Scotland politics

Scottish independence: Salmond renews call for PM debate

Media playback is unsupported on your device
Media captionFirst Minister Alex Salmond again calls for a debate with David Cameron ahead of the referendum on Scottish independence

Alex Salmond has renewed his call for David Cameron to go head-to-head with him in a TV debate on Scottish independence.

Speaking after the prime minister made a keynote speech in London urging Scots to reject independence, the first minister described the intervention as a "one-sided sermon".

During the speech, Mr Cameron said he would argue his position in Scotland.

Mr Salmond said a head-to-head was "the debate people want to see".

The prime minister chose the Olympic Park in East London to make his highest profile speech yet on the forthcoming referendum on Scottish independence.

He said his words were directed primarily at those in England, Wales and Northern Ireland, and urged them to tell people in Scotland to reject independence.

Evoking his Scottish heritage and saying the debate was "personal", Mr Cameron said "all 63 million of us are profoundly affected" by the outcome of the referendum.

Image copyright AP
Image caption David Cameron made his plea to back "Team GB" with only seven months until the referendum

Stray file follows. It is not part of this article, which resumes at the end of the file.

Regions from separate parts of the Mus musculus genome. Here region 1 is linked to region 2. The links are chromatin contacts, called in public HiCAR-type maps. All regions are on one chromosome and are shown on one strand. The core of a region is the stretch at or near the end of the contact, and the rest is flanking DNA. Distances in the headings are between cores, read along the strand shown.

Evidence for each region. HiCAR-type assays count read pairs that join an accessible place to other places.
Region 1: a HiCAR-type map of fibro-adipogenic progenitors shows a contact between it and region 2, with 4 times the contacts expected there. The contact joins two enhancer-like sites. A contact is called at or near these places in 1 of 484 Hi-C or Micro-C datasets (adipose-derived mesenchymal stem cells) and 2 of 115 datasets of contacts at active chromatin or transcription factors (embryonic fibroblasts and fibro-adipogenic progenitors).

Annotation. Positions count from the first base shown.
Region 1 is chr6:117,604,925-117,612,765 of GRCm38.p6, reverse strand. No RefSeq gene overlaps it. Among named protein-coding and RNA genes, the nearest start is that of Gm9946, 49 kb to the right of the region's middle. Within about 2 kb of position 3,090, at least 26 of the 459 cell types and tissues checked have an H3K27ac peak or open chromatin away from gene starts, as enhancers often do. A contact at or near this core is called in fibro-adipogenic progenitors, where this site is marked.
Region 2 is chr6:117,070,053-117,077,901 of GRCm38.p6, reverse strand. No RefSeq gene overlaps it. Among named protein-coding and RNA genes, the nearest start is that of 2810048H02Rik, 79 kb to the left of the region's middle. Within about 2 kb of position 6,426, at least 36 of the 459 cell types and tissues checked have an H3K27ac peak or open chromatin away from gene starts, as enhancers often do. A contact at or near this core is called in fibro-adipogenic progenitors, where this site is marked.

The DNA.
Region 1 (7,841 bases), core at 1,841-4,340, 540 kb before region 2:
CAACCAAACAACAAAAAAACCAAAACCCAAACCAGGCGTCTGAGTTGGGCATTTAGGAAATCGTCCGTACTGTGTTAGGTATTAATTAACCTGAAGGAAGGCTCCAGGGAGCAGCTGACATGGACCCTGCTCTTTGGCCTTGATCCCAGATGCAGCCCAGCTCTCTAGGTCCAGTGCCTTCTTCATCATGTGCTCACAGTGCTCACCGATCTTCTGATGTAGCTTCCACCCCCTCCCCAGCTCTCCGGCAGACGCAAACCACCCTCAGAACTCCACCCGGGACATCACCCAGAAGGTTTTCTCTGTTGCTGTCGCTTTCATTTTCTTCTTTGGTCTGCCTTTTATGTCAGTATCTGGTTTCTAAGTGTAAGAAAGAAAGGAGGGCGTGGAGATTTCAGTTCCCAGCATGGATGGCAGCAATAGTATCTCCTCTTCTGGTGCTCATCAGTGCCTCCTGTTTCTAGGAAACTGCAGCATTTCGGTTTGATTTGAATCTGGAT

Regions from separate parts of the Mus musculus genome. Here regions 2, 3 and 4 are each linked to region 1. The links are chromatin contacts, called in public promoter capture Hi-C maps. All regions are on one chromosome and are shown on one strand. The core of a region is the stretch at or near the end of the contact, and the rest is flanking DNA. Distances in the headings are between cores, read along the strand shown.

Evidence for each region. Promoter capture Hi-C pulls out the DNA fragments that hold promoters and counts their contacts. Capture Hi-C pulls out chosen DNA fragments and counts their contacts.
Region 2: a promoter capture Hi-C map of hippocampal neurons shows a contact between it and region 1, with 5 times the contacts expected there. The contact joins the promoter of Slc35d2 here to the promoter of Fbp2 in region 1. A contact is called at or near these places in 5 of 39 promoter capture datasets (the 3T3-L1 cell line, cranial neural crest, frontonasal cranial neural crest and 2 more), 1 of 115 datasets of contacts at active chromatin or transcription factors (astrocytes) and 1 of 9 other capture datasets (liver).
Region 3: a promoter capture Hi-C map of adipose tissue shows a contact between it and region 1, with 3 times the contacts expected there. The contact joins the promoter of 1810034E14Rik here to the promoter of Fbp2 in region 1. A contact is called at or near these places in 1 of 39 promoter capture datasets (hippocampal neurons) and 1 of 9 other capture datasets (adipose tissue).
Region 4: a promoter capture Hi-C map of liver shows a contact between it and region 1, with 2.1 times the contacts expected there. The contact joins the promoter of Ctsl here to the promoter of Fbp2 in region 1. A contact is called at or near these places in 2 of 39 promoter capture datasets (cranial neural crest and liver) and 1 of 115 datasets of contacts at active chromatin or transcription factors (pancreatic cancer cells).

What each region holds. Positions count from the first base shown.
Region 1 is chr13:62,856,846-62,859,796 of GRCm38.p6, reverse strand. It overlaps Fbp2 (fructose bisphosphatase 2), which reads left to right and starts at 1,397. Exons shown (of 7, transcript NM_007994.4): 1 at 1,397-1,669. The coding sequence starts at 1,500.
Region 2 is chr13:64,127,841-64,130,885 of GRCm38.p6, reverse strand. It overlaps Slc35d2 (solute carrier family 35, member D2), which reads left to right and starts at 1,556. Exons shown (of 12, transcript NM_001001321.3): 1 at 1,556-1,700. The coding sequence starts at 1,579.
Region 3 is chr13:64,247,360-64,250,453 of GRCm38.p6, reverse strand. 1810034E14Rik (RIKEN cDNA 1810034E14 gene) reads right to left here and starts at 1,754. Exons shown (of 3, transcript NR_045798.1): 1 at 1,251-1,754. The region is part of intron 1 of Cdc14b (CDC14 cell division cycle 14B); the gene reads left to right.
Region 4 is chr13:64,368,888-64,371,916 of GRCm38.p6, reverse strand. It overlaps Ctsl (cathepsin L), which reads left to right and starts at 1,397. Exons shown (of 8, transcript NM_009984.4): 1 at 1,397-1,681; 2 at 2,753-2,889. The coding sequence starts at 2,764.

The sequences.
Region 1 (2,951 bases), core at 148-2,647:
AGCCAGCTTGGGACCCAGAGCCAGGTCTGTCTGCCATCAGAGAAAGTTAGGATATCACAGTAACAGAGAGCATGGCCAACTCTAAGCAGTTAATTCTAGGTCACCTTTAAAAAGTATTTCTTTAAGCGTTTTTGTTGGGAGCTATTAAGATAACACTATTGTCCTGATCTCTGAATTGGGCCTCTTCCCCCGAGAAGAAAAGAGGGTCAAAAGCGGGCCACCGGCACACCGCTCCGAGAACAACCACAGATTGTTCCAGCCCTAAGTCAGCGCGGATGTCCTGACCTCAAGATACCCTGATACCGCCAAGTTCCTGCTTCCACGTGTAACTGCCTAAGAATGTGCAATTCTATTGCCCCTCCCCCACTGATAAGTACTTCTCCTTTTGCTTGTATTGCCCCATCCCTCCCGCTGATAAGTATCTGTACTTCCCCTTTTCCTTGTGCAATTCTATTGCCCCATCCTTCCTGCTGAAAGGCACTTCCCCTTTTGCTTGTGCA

However, in an interview with the BBC, Mr Salmond described the speech as a "one-sided sermon" and invited the prime minister to debate with him in two weeks time, when both the Scottish and UK cabinets will be meeting in the north east of Scotland.

He said: "I think it's incredible that the prime minister wants to have a sermon from Mount Olympus instead of coming to Scotland and having an open, democratic debate.

"In a couple of weeks time the cabinet and the Scottish cabinet are meeting in Portlethen and in Dyce. Why don't we have that debate ... so somebody can actually answer the prime minister back, instead of having this one-sided sermon from London.

"If David Cameron is not prepared to have it, a lot of folk in Scotland are going to say 'what is he frightened of?'"

'Political tool'

Voters in Scotland will decide on their country's future on 18 September.

They will be asked the straight "yes/no" question: "Should Scotland be an independent country?"

Blair Jenkins, head of the pro-independence Yes Scotland campaign, said Mr Cameron's position was now "untenable".

He added: "David Cameron continues to lecture Scotland, but still refuses to debate in Scotland.

"To use the Olympic Games as a political tool shows that the No campaign and its leader are running scared and running out of ideas.

"The positive case for No clearly doesn't exist.

"In September, we have a chance to put Scotland's future in Scotland's hands and ensure that we always get the government we vote for.

"His position on refusing to debate with the first minister of Scotland is becoming increasingly untenable."

However, a spokesman for the pro-Union Better Together campaign said Alistair Darling, their leader, was ready to debate Mr Salmond "any time".

He added: "Alex Salmond wants to have his cake and eat it.

"He tells the prime minister to butt out when it suits him and throws his toys out the pram when he doesn't get what he wants.

"If he wants a debate, Alistair Darling - who has a vote in the referendum - is ready to have one any time, any place, any where."